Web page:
Wednesday, December 9, 2020


Sometimes, when I'm reading the Bible, I have questions. One of those questions (right now) is: what was up with the church in Laodicea?

Paul wrote letters. Paul wrote a lot of letters. Some of them made it into our Bible; many more did not. The truth is that we don't know how many letters Paul wrote, and it's hard to say why we have chosen the particular ones we've chosen to include in the New Testament - aside from the obvious fact that we have them. Others may have been lost to history. 

That may be what happened to his letter to Laodicea. 

Paul references this letter in his letter to the Colossians. Apparently, these two groups of believers spent a lot of time together or had a significant overlap between them. Because right near the end of his letter to the Colossians, he says this: After you have read this letter, read it in the church at Laodicea. Make sure that you also read the letter from Laodicea. - Colossians 4:16

After you read this letter, share it with your brothers and sisters in Laodicea - because they need to hear it, too. And after you've shared your letter with them, have them share their letter with you - because you need to hear it, too. 

This is another one of those encouragement things like we were talking about last week. It has to be. Because we know that the easiest way to get a message to a group of persons is to write that message in the letter you're sending to them. Travel wasn't easy in those days, and it took a long time to get from one place to another - even places that were relatively close to one another (Colossae and Laodicea were about 15 km apart, or about 10 miles.) Still, if you already have a messenger going to deliver a letter in each place, it's easier to just write in the letter everything you want the recipients to hear. 

Unless what you want is for the recipients to have to fellowship over it. And that's precisely, I think, what Laodicea needed. 

When we read later in Revelation about the church in Laodicea, it is the church that is lukewarm. It can't decide what it's doing; it doesn't know how to truly take hold of the faith and make it anything meaningful for themselves. John urges them to do something, anything - invest in something, put some kind of clothes on. Paul's encouragement to the Colossians is to hold onto what they know and not let anyone try to teach them something different. On one hand, you might think that the Colossians were then fellowshipping a bit too much with the church in Laodicea (all their bad habits were rubbing off), but even if that's the case, the only real answer to fellowship more, under the guidance of Paul's teaching.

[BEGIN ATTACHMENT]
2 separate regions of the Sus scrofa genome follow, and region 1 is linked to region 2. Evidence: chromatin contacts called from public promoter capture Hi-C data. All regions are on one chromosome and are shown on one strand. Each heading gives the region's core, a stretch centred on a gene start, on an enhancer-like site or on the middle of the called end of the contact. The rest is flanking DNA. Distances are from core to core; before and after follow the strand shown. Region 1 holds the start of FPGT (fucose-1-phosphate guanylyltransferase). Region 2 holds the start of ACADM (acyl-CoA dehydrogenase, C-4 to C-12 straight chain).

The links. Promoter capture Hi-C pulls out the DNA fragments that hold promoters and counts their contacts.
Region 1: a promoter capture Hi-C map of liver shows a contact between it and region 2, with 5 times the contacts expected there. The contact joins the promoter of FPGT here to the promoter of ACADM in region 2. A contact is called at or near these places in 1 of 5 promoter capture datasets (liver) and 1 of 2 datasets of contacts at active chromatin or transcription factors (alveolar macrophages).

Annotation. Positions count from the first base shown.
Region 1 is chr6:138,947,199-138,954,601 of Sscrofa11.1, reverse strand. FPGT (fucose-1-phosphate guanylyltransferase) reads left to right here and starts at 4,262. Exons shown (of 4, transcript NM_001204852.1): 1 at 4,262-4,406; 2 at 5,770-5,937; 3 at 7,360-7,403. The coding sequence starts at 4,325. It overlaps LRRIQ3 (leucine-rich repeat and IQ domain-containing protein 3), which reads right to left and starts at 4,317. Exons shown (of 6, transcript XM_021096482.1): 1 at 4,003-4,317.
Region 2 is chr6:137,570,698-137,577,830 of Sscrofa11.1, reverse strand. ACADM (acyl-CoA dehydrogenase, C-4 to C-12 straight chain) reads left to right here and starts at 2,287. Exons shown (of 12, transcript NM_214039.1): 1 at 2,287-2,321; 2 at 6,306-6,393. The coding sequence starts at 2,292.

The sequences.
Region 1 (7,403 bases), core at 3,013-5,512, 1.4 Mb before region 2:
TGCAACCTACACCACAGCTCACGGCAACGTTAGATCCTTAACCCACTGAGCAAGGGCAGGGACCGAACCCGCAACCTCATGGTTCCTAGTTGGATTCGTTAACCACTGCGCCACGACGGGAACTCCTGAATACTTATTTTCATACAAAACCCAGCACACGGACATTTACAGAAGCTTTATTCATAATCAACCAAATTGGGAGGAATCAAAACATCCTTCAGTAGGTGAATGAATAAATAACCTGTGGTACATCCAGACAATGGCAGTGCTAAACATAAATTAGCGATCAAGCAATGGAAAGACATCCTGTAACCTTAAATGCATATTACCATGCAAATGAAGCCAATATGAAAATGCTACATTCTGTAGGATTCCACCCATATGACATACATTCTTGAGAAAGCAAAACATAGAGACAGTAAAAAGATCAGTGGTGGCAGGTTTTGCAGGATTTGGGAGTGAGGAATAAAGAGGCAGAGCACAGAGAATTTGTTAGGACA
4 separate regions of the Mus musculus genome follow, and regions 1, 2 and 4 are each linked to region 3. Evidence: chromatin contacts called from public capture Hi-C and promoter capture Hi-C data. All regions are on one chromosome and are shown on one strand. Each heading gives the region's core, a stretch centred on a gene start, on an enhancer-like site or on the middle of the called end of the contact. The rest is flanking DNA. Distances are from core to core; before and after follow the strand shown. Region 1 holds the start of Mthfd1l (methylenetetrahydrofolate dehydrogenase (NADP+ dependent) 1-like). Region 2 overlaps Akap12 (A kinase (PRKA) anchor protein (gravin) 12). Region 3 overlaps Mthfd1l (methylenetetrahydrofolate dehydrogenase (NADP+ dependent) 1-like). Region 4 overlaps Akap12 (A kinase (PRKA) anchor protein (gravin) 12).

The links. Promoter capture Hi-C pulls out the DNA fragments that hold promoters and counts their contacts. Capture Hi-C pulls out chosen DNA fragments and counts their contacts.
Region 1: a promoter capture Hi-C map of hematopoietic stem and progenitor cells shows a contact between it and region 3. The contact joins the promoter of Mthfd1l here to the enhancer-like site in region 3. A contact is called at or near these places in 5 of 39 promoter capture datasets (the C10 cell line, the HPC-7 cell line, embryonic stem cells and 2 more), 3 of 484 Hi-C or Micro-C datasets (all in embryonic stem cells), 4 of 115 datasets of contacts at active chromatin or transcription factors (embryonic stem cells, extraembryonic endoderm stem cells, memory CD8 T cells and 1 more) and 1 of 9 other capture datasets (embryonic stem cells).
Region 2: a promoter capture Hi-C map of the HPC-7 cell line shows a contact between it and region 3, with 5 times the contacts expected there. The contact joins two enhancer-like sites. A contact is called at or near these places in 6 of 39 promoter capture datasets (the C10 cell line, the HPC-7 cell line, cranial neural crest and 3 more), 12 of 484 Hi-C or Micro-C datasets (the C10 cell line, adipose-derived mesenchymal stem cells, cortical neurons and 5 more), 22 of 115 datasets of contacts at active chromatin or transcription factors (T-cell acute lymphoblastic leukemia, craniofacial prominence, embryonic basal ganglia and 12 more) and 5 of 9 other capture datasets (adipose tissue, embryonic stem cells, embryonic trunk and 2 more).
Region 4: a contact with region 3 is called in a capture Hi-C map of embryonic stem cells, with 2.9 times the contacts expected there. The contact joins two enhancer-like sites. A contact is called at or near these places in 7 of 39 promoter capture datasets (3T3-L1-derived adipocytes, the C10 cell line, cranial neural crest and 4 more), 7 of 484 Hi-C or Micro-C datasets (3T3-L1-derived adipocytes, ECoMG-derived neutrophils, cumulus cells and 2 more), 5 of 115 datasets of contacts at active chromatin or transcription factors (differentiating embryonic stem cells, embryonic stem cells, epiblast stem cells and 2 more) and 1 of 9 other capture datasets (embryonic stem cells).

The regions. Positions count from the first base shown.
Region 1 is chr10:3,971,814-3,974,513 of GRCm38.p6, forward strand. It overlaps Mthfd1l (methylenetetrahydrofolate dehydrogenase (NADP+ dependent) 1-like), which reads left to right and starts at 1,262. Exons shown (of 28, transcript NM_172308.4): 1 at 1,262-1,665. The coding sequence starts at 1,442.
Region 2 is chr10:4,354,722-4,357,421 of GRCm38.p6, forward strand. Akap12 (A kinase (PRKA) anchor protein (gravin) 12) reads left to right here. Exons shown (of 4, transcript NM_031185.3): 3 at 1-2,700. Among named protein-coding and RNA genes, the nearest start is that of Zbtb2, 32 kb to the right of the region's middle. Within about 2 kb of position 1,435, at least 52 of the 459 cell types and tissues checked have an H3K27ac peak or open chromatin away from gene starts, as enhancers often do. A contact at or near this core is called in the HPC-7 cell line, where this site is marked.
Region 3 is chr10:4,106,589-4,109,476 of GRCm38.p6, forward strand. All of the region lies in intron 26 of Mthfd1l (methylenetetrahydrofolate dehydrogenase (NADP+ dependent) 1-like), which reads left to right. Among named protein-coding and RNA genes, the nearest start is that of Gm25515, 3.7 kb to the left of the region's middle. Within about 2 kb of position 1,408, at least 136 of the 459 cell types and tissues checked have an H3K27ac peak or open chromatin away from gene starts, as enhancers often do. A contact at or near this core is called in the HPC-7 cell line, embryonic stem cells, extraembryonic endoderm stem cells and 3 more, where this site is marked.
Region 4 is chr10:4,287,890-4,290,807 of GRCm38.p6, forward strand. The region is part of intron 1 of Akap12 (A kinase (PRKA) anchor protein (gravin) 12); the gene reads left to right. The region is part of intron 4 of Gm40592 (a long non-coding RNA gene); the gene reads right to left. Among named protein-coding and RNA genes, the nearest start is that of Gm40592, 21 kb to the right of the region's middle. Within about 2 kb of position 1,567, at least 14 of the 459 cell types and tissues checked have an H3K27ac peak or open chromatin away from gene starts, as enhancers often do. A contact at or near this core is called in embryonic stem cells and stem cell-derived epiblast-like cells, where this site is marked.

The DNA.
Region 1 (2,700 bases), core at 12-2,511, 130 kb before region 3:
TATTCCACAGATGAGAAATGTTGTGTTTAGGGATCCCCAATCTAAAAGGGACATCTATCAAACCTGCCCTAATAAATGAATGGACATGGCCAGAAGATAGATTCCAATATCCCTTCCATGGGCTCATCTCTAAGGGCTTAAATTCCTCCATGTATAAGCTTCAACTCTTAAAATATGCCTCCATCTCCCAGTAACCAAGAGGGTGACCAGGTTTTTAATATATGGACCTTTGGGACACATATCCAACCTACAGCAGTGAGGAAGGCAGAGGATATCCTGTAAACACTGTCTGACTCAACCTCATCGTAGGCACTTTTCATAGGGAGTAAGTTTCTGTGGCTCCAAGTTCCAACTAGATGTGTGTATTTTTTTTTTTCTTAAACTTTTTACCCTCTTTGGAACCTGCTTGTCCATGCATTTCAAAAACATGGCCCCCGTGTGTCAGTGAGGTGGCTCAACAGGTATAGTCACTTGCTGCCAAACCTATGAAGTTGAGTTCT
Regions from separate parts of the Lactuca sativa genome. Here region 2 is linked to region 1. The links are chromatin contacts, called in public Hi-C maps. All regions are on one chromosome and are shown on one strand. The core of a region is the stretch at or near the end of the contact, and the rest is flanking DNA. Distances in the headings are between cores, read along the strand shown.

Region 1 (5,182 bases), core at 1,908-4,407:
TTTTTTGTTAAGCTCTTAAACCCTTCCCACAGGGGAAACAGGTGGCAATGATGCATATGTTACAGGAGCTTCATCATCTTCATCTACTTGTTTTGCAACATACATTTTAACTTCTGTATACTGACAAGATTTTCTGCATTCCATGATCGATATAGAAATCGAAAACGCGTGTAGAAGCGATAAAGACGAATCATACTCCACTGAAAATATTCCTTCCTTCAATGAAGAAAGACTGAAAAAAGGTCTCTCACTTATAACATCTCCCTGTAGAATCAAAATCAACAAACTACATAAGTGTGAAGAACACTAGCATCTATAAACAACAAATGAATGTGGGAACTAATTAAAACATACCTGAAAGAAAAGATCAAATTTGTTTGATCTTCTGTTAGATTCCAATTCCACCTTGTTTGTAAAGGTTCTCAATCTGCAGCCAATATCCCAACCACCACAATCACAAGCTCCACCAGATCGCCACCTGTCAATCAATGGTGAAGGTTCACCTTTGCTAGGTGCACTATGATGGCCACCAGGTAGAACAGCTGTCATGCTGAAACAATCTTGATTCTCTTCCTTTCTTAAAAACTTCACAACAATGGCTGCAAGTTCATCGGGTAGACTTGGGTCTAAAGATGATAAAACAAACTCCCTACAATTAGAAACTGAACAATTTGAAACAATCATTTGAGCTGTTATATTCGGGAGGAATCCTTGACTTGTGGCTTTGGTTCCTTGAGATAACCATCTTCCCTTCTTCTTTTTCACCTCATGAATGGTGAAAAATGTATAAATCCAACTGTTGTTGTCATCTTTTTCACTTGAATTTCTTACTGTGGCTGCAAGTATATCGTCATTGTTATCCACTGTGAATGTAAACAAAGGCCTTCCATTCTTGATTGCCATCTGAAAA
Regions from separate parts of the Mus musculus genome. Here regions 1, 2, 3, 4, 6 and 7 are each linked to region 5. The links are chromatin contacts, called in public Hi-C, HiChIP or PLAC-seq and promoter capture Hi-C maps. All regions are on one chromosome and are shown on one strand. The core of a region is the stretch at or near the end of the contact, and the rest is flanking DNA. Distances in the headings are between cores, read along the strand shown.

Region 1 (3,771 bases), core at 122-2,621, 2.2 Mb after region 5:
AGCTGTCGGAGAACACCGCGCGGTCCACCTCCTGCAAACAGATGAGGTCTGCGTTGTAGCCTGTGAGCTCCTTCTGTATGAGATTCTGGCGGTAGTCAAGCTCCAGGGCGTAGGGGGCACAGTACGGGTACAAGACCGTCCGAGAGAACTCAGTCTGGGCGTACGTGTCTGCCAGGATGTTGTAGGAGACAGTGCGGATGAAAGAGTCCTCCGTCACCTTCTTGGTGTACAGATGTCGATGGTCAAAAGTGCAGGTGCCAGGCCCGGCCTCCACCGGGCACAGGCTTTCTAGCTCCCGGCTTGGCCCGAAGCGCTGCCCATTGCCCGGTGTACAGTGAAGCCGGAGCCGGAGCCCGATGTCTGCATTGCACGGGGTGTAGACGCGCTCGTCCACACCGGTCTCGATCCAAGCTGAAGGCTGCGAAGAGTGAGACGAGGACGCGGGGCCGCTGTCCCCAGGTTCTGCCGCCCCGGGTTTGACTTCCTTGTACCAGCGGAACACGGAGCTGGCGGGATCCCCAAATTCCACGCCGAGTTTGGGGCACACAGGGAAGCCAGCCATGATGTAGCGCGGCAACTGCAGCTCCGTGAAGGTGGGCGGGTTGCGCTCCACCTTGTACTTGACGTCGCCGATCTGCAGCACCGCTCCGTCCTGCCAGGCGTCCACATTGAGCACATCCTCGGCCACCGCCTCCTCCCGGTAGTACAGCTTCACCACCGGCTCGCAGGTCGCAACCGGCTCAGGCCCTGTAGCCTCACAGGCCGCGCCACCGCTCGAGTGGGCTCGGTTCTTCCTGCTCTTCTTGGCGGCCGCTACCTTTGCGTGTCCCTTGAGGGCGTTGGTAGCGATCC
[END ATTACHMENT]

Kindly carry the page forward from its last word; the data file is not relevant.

That's what reading the letters together is going to do. It's going to give the church in Laodicea the encouragement that Paul has written to the church at Colossae, an encouragement that will help the Laodiceans to focus in on what the Colossians are getting right. And, if the church at Laodicea is anything like John describes it, the letter that Paul has written this church is going to let the Colossians hear his rebuke of their lukewarmness. The Colossians, who can't figure out which teaching to hold to, are going to hear Paul re-assert his teaching in his letter to a struggling church, and it's going to help the Colossians to know what is right. 

Two churches like this, who have so much realistic contact with one another, need that kind of mutual engagement. They need those words that cross over between witnesses, to encourage and to rebuke, to affirm and to correct. They need not only to hear them, but they need to be there when they are heard. They need to be connected in this way, and the truth is - these two churches are going to grow together. Just by the nature of who they are. 

I would like to read that letter to Laodicea. I would like to know what Paul had to say to them. I would like to know from his take what was really going on there, what problems they were facing, what encouragement and correction they needed. I would like to see that letter, too, because I think it would help us to understand Colossians better, as well. Paul meant the letters to be read together, but we get only one of them. 

Sometimes, the Bible raises questions for me, and this is one of them. What was up with the church at Laodicea? And what might I learn - about Paul, about Colossae, about faith, about God - if I knew the answer to that question? 


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